3. The power supply situation in Umuahia was pathetic when compared with other state capitals. However, Dr. Onu’s government got both Federal Government approval and award of contract for the extension of 132KVA line from Aba to Umuahia at a total cost of US$19 million and N70 million which was about N1 billion at the time.
  4. The Federal Government also gave its blessing to the establishment of a commercial bank to be owned by Abia State in order to enhance the economic development of the state though it had ceased further establishment of banks in the country.
  5. Due to the enormous cost of road development in Nigeria, Dr. Onu persuaded the Federal authorities to take over the development of some state roads. These are: Alayi – Item – Nkporo – Osso Edda – Akaeze – Obiozara – Onicha – Onueke; Nneato – Isuochi – Umuchieze – Uturu – Ofoeme – Umuahia; Ohafia Junction – Nguzu Edda – (Osso Edda) – Amangwu Edda – Amasiri – Okposi – Uburu – Ishiagu – Enugu/Okigwe Expressway; Uburu – Onicha – Isu – Oshiri – Ugwulangwu – Okposi road; and Ishiagu – Mile 2 – Ovim road. The total cost of these projects in 1992 was N46billion. No state government could have afforded to embark on this magnitude of road development at the time. Dr. Onu also persuaded the Federal Government to build a bridge across the Cross River at Ndibe in Afikpo and dualise the Umuahia-Umudike road as well as Tower of Peace to Okpara Square in Umuahia. Also, as a result of the pressure mounted by Dr. Onu’s government, the Federal Government awarded contracts for the development of 3 existing Federal roads: Umuahia – Ikwuano road; Okigwe – Uturu – Afikpo road; and Umuahia – Owerri road.
  6. As a result of the enormous erosion menace in over 159 different sites in Abia State, Dr. Onu’s government was at a difficult position: on the one hand, the resources of the government were lean, on the other, the lives and agricultural development of Abians were at a risk. The government was able to secure a grant of N162 million in 1992 from the Federal Government. When compared with the grant of N6 million given to old Imo State in 1991, the determination with which Dr. Onu pursued the problems of Abia State would then be appreciated. Some of the erosion sites include the landslide at Okpara Square, Akara – Abiriba Junction, Ihube – Isuochi among others.

Modest Achievements

As a result of the economic situation in the country as described earlier, no state government could have embarked on enormous projects such as road development and the like. The alternative would have been to obtain credit facilities from financial institutions but Abia State was handicapped because such loans taken by the Imo State Government in the Second Republic had not been paid. Consequently, the Federal Government refused to guarantee more loans to states like Abia State as the state’s share of the Second Republic loans was to the tune of about N1 billion at the time. Dr. Onu caused a letter to that effect from the Federal Ministry of Finance to be read during his chitchat with public and civil servants in Abia State at the Umuahia Sports Stadium.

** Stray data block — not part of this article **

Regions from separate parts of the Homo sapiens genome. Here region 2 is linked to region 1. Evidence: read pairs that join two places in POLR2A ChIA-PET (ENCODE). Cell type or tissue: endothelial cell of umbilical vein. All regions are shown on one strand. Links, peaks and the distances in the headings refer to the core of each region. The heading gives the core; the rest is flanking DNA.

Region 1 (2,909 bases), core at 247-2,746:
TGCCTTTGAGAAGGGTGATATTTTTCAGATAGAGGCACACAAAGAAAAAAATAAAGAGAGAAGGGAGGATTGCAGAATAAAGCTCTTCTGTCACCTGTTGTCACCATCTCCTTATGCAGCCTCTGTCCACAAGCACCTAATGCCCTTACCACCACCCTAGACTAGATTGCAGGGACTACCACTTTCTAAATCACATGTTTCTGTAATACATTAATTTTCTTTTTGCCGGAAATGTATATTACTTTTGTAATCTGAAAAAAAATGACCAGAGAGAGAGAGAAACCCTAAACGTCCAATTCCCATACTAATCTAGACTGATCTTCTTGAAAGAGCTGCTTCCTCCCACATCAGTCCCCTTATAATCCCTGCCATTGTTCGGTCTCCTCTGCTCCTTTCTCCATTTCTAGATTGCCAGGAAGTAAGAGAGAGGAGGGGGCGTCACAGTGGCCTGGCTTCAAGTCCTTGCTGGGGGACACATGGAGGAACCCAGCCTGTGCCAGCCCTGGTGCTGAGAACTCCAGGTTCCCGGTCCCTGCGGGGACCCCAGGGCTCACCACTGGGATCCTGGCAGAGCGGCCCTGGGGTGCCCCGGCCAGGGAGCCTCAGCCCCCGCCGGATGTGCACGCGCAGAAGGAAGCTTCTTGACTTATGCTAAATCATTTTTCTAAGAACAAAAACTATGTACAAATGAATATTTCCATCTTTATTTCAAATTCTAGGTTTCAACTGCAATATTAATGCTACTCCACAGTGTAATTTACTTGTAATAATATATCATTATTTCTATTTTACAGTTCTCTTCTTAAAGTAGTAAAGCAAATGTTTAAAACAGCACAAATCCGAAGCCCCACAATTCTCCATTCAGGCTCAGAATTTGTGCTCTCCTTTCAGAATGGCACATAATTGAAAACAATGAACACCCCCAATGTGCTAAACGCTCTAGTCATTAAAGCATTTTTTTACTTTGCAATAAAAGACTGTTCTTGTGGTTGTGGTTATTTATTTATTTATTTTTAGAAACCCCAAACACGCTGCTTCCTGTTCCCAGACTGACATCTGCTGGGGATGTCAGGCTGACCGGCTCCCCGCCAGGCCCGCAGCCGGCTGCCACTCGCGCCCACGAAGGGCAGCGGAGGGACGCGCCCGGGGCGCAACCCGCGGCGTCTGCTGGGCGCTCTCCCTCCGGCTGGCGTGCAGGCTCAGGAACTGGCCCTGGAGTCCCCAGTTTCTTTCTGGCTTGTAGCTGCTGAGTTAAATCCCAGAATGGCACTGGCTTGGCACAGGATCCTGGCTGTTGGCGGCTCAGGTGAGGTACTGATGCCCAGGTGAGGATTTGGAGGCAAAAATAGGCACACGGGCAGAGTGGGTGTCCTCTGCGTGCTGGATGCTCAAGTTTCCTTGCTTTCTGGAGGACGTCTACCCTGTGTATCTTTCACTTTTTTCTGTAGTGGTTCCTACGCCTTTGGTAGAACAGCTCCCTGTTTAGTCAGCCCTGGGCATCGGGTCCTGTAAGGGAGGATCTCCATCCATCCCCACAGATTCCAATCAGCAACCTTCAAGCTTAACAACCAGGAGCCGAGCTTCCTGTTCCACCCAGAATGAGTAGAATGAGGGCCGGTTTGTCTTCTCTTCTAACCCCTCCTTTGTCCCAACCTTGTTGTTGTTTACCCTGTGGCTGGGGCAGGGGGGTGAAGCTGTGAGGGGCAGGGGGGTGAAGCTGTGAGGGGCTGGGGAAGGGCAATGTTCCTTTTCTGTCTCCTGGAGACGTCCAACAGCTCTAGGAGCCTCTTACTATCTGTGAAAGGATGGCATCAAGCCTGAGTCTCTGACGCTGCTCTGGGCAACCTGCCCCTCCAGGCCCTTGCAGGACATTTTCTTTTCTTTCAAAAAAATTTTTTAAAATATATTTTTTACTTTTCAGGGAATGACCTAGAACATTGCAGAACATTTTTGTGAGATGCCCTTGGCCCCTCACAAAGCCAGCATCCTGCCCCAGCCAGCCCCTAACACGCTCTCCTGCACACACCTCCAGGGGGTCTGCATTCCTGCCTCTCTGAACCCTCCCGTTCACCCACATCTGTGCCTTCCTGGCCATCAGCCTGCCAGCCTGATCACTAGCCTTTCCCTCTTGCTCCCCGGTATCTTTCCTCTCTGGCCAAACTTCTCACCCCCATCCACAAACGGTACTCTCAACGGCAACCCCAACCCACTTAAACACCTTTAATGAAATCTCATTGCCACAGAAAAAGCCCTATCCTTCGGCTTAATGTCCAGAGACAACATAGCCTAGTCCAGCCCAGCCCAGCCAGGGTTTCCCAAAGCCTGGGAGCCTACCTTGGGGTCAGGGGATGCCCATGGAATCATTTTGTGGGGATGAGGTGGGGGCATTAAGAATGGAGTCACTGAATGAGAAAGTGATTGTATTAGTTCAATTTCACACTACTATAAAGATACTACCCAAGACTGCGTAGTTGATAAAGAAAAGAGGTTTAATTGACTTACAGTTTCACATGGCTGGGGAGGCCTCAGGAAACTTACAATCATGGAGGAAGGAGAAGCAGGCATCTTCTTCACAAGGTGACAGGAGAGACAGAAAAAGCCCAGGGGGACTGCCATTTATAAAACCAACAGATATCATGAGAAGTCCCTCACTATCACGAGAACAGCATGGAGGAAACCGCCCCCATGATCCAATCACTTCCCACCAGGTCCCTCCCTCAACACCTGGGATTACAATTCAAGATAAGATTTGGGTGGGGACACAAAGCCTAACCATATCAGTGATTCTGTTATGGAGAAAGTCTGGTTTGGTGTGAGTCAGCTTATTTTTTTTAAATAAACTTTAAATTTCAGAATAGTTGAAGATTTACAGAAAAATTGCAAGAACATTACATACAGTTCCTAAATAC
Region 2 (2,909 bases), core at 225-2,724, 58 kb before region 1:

Despite these, a number of remarkable and modest achievements were made by Dr. Onu’s governments, which are obvious to sincere and objective observers of his government.

  1. Water Supply: Onu visited the Umuahia Regional Water Scheme on the very day he was inaugurated. He subsequently rehabilitated the scheme and commissioned the Aba Emergency Water Scheme. He also commenced work on a number of rural water projects as Akaeze Water Scheme.
  2. Education: Onu’s government established the Abia State Polytechnic, Aba and the College of Education (Technical), Arochukwu. The government embarked on accelerated development at the Abia State University, Uturu with the commencement of new and ongoing capital projects such as student’s hostels, staff quarters, and erosion control as well as increasing the monthly subvention of the University by more than 380%. Computers were acquired for some primary and secondary schools in Abia State. Even more importantly, Dr. Onu’s government completely eliminated the industrial actions syndrome by primary and secondary schools in Abia State that was prevalent in other states of the federation at the time. The government did this by going the extra mile to provide financial relief to some Local Government Councils (irrespective of party affiliation such as Umuahia North Local Government which was being controlled by the opposition Social Democratic Party) that were unable to pay teachers’ salaries even though the Federal Government had decreed it to be the absolute responsibility of Local Government Councils. Abians were quick to notice that teachers’ strike surfaced again in Abia Sate when Dr. Onu’s government had been vacated by the military. It is also to his credit in the education sector that on Dr. Onu’s exit, Abia State had the full complement of Higher Education institutions: a Federal University and a State University, a Federal Polytechnic (Unwana-Afikpo) and a State Polytechnic as well as a Federal’ College and a State College.
  3. Infrastructure: Onu’s government constructed some basic governmental infrastructure for the young state such as office blocks for ministries and departments, the State Auditorium, Government Guest Houses, Broadcasting Corporation of Abia State (BCA) – Radio (the first in magnitude and clarity among the nine new states, the permanent headquarters of the Agricultural Development Project. The government started work on the Isieke Housing Estate, a number of road projects in Aba as well as some rural electrification projects.
  4. Social Welfare: Umuahia, the capital city, was arguably the cleanest state capital in Nigeria with the introduction of street sweepers by the government of Dr. Onu, as never experienced even in old Imo State. The government also exhibited great care for the less privileged by increasing the annual subvention to the Amaudo Centre, Itumbuzo (for the mentally ill) and Hopeville Rehabilitation Centre (for the handicapped) from N8, 000 to N100, 000 at the time.